How to do it...

We'll use the QGIS raster calculator to subtract the images in order to get the difference, which will highlight significant changes. We'll also add a color ramp shader to the output in order to visualize the changes. To do this, we need to perform the following steps:

First, we need to import the libraries that we need in to the QGIS console:

from PyQt4.QtGui import *
from PyQt4.QtCore import *
from qgis.analysis import *

Now, we'll set up the path names and raster names for our images:

before = "/Users/joellawhead/qgis_data/rasters/change-detection/before.tif"
|after = "/Users/joellawhead/qgis_data/rasters/change-detection/after.tif"
beforeName = "Before"
afterName = "After"

Next, we'll establish our images as raster layers:

beforeRaster = QgsRasterLayer(before, beforeName)
afterRaster = QgsRasterLayer(after, afterName)

Then, we can build the calculator entries:

beforeEntry = QgsRasterCalculatorEntry()
afterEntry = QgsRasterCalculatorEntry()
beforeEntry.raster = beforeRaster
afterEntry.raster = afterRaster
beforeEntry.bandNumber = 1
afterEntry.bandNumber = 2
beforeEntry.ref = beforeName + "@1"
afterEntry.ref = afterName + "@2"
entries = [afterEntry, beforeEntry]

Now, we'll set up the simple expression that does the math for remote sensing:

exp = "%s - %s" % (afterEntry.ref, beforeEntry.ref)

Then, we can set up the output file path, the raster extent, and pixel width and height:

output = "/Users/joellawhead/qgis_data/rasters/change-detection/change.tif"
e = beforeRaster.extent()
w = beforeRaster.width()
h = beforeRaster.height()

Now, we perform the calculation:

change = QgsRasterCalculator(exp, output, "GTiff", e, w, h, entries)

Finally, we'll load the output as a layer, create the color ramp shader, apply it to the layer, and add it to the map, as shown here:

lyr = QgsRasterLayer(output, "Change")
algorithm = QgsContrastEnhancement.StretchToMinimumMaximum
limits = QgsRaster.ContrastEnhancementMinMax
lyr.setContrastEnhancement(algorithm, limits)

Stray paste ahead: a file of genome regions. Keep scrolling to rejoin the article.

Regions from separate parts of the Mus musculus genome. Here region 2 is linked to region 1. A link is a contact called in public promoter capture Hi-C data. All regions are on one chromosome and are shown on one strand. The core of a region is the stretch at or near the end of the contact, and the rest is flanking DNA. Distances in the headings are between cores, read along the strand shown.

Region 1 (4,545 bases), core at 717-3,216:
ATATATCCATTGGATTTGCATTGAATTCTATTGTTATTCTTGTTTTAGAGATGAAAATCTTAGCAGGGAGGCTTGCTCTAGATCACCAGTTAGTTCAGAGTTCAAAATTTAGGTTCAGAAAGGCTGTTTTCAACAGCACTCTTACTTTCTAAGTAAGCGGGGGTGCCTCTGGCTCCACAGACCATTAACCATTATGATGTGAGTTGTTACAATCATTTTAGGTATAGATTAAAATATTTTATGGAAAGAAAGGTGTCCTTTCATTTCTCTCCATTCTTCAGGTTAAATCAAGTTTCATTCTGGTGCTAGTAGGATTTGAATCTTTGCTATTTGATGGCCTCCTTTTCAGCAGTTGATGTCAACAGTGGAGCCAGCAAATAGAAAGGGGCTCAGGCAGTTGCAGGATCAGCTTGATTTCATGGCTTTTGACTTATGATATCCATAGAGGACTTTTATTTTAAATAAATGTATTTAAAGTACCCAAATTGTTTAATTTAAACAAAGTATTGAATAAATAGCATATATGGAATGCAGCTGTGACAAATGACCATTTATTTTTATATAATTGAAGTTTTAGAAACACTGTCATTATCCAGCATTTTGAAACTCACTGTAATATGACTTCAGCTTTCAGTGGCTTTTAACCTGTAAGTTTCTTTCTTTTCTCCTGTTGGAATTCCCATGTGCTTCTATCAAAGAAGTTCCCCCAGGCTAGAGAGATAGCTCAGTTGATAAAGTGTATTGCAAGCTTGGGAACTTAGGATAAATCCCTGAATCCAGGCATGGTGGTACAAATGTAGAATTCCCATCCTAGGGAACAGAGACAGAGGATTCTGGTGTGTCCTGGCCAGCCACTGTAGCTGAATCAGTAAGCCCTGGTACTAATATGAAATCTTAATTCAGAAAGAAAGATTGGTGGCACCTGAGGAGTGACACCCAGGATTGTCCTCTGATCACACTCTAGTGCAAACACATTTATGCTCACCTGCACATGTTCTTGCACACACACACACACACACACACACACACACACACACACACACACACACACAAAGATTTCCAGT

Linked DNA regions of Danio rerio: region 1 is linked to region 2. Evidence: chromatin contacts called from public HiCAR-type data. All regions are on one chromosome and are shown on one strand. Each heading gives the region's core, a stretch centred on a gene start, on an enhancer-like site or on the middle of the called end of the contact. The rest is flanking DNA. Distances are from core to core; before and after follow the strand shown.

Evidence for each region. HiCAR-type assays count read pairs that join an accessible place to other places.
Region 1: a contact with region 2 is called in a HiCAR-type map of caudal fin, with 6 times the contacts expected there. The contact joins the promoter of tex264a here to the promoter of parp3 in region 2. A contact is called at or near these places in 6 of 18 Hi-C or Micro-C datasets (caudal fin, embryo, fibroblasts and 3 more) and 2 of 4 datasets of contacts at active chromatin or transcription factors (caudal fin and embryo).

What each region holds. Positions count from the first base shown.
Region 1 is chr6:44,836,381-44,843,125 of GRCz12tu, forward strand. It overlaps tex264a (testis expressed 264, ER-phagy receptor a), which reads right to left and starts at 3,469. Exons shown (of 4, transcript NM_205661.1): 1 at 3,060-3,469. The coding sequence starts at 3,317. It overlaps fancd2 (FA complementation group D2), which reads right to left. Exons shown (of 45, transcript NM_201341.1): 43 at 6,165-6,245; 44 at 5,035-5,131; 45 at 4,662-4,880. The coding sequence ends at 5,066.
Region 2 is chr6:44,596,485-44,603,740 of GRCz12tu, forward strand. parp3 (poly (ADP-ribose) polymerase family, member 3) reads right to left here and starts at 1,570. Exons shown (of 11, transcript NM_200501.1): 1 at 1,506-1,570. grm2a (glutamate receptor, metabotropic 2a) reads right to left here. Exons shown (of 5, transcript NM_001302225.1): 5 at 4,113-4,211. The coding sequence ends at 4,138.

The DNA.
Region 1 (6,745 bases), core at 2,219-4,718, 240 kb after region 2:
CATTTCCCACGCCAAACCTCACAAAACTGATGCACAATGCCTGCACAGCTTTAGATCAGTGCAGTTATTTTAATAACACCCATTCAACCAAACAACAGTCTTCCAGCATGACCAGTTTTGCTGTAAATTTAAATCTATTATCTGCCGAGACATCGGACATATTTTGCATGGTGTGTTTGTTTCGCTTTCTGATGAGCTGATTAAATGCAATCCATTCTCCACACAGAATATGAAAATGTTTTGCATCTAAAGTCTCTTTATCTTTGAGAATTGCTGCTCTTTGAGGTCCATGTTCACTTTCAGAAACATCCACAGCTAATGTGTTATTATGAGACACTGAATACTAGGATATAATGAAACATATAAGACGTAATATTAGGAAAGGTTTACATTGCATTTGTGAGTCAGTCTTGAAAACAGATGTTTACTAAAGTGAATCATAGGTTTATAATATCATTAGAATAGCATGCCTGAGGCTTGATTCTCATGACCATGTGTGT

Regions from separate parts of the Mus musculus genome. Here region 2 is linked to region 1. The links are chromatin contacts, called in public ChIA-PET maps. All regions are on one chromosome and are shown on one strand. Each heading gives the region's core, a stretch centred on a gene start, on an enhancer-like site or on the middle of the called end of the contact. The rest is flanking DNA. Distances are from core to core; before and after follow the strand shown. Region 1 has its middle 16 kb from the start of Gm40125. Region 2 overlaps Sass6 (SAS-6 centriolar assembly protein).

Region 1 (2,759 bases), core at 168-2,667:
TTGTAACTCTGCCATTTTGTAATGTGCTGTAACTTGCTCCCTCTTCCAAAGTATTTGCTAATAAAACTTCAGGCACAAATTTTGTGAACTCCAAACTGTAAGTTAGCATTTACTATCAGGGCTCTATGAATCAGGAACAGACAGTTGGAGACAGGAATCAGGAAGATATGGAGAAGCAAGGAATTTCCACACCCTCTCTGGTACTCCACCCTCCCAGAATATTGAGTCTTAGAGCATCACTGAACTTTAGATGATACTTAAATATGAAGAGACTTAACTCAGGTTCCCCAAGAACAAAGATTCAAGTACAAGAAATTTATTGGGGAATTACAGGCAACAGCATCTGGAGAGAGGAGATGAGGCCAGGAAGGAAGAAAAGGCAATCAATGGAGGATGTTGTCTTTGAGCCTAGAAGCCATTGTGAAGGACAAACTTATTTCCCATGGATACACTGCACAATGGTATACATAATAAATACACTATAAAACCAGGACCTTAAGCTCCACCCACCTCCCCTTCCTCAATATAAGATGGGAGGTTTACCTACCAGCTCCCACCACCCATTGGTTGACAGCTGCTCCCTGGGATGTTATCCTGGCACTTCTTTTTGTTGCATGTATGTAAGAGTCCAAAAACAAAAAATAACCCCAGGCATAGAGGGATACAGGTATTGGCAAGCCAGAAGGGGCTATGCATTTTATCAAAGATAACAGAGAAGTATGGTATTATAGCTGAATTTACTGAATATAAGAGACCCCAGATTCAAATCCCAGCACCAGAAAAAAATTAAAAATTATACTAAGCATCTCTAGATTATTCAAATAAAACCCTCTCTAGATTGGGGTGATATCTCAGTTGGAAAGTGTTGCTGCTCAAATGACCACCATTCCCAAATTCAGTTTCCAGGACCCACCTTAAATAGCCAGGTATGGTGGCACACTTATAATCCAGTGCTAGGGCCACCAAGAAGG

s = QgsRasterShader()
c = QgsColorRampShader()
i = []
qri = QgsColorRampShader.ColorRampItem
i.append(qri(0, QColor(0,0,0,0), 'NODATA'))
i.append(qri(-101, QColor(123,50,148,255), 'Significant Itensity Decrease'))
i.append(qri(-42.2395, QColor(194,165,207,255), 'Minor Itensity Decrease'))
i.append(qri(16.649, QColor(247,247,247,0), 'No Change'))
i.append(qri(75.5375, QColor(166,219,160,255), 'Minor Itensity Increase'))
i.append(qri(135, QColor(0,136,55,255), 'Significant Itensity Increase'))
ps = QgsSingleBandPseudoColorRenderer(lyr.dataProvider(), 1, s)

You should end up with the following image.  As a general rule of thumb, green shows area of change where something was built or trees were removed, and purple areas show where a road or structure was likely moved.  There is lots of noise and false positives.  But the algorithm does very well in areas of significant change.

BAM! Change detection! Click for larger version

How it works...

If a building is added in the new image, it will be brighter than its surroundings. If a building is removed, the new image will be darker in that area. The same holds true for vegetation, to some extent.

Here is a close up of an area of intense change that demonstrates what we're talking about.  In the following image, a single softball field was expanded into an entire softball field complex.  In the upper left of the image you can see where the trees were cleared and bright-green grass and dirt infields were added.  In the purple area in the lower right of the image you can see where the original field was rotated.  Further in that direction, you can see some of the noise where the intensity changed between the images but it doesn't have much meaning. However if you zoomed out, the areas of significant change stand out very clearly which is usually the point of this kind of analysis:
Looking at these softball fields close up really
shows what's happening. Click for larger version


The concept is simple. We subtract the older image data from the new image data. Concentrating on urban areas tends to be highly-reflective and results in higher image pixel values.